Similarly the co-existence of Article 114/a is detrimental to the effective application of Article 128/b – Trafficking of minors as well. If we take the case of exploitation of a minor for commercial sex according to Article 114/a, this would be considered trafficking as the consent of a minor is not taken into account in cases of HT20. The translational element provided in Article 114/a paragraph 5 is also duplication and additional argument why instead the exploitation of prostitution should be considered HT. My suggestions for the Albanian law-makers is to abolish Article 114/a in order to give room to Articles related to THB (110/a, 114/b and 128/b) to be effectively applied.
For the same reasons Article 128/b – could also be integrated into Article 110/a as an aggravating circumstance of TIP providing a higher penalty instead of standing as a different crime.21
A concluding argument to merge the three articles on HT in one is that currently the three articles on HT are situated in three different sections of the Albanian Penal Code: Article 110/a belongs to Section VII “Crimes against freedom of a person”, Article 114/b belongs to Section VIII “Crimes against moral and dignity of a person” and Article 128/b belong in Section IX “Crimes against children, marriage and family”. This is not appropriate from the legislative technique point of view.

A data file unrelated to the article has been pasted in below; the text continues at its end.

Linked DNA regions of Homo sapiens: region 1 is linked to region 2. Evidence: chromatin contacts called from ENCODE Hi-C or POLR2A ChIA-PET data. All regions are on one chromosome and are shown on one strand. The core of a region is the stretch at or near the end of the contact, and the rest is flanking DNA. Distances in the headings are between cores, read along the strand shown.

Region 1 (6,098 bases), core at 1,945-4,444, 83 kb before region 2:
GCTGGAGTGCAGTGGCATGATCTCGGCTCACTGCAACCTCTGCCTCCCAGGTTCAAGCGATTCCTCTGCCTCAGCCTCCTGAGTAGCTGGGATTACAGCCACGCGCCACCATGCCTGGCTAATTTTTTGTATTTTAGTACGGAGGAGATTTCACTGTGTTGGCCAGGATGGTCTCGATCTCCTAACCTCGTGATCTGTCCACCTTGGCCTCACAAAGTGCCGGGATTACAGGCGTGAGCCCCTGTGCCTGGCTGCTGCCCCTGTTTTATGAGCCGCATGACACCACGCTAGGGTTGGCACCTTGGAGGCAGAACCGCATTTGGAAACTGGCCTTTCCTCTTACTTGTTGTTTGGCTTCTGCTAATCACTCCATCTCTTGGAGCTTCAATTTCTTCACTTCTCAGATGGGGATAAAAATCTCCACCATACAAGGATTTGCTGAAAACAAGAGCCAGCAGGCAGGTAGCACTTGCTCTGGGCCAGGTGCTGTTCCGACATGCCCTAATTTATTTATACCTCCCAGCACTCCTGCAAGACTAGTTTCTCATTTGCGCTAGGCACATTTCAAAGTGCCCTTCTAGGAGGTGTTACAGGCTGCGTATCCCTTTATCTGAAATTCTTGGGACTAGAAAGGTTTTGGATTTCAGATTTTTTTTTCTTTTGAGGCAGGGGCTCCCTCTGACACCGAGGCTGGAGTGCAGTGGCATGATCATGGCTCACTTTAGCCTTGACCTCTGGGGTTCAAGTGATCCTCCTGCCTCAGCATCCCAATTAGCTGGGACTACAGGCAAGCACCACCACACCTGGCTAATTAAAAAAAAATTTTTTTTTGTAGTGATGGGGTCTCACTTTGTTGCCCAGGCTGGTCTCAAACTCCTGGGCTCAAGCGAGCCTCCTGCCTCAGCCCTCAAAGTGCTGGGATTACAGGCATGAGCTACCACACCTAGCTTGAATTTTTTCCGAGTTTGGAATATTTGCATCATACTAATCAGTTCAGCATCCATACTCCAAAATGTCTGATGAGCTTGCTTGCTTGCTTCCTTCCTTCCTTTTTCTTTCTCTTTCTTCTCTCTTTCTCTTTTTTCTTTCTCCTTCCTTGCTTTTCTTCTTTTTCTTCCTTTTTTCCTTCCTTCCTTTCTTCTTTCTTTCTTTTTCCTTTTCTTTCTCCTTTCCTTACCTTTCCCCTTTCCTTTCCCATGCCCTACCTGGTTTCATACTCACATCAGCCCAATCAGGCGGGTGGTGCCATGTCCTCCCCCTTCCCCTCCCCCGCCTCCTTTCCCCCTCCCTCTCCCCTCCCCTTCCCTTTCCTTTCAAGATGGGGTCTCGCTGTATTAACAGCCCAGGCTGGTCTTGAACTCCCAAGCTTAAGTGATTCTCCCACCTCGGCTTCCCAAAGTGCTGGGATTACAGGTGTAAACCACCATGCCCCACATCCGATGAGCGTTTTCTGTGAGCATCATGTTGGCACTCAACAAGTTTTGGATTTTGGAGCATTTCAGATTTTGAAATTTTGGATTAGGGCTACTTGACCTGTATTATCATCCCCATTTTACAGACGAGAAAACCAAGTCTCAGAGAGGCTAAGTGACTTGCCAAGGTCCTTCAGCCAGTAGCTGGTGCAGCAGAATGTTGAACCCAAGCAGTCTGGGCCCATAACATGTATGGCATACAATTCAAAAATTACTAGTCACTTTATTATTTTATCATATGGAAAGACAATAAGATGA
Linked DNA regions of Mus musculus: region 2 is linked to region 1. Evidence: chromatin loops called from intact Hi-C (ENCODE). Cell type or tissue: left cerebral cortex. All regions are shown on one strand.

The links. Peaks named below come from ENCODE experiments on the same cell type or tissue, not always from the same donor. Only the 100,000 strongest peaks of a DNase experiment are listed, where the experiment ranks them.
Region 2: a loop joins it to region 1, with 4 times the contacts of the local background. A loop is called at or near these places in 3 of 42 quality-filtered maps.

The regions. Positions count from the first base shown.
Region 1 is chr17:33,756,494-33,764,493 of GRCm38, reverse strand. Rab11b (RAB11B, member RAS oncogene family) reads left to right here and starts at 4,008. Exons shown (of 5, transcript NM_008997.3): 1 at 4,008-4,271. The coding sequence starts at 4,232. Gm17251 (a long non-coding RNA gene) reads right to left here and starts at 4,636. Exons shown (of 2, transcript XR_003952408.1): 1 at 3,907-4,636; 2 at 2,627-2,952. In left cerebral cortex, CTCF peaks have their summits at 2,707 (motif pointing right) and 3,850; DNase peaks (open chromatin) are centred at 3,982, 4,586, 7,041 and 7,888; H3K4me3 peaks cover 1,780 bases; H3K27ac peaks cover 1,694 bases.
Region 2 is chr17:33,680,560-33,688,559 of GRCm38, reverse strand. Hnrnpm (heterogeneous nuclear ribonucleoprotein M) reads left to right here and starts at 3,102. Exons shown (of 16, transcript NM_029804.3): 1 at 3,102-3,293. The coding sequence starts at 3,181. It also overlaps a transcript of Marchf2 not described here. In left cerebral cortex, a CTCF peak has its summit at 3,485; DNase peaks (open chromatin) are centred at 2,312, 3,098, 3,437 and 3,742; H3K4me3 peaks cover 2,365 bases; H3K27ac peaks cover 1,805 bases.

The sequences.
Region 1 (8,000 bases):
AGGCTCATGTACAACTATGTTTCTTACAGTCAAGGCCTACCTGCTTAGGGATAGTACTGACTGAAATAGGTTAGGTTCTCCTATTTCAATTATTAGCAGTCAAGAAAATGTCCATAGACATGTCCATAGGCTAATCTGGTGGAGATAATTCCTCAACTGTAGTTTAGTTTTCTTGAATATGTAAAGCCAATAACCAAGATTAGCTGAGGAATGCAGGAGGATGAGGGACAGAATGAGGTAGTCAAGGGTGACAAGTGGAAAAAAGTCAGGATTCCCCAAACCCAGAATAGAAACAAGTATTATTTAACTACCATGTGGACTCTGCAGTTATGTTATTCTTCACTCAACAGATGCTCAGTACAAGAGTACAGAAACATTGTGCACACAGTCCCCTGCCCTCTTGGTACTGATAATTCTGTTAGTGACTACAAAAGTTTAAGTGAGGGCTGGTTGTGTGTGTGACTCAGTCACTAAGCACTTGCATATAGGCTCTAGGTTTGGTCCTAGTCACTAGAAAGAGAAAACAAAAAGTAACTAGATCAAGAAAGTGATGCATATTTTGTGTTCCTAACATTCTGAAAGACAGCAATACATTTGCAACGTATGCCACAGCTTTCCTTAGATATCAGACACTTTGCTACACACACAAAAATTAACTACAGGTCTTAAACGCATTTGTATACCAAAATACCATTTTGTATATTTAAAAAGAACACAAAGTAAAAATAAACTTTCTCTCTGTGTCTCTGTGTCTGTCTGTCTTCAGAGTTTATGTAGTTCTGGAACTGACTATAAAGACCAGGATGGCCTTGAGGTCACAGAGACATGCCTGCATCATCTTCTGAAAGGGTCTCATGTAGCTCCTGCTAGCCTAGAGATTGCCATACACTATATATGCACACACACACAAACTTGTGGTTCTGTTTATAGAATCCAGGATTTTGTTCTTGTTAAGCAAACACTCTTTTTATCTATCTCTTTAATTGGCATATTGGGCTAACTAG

The simplification of the legislation would contribute to a clearer action by the justice system in Albania against crimes of HT.
4. Some Aspects of the Application of the Penal Law against HT in Albania.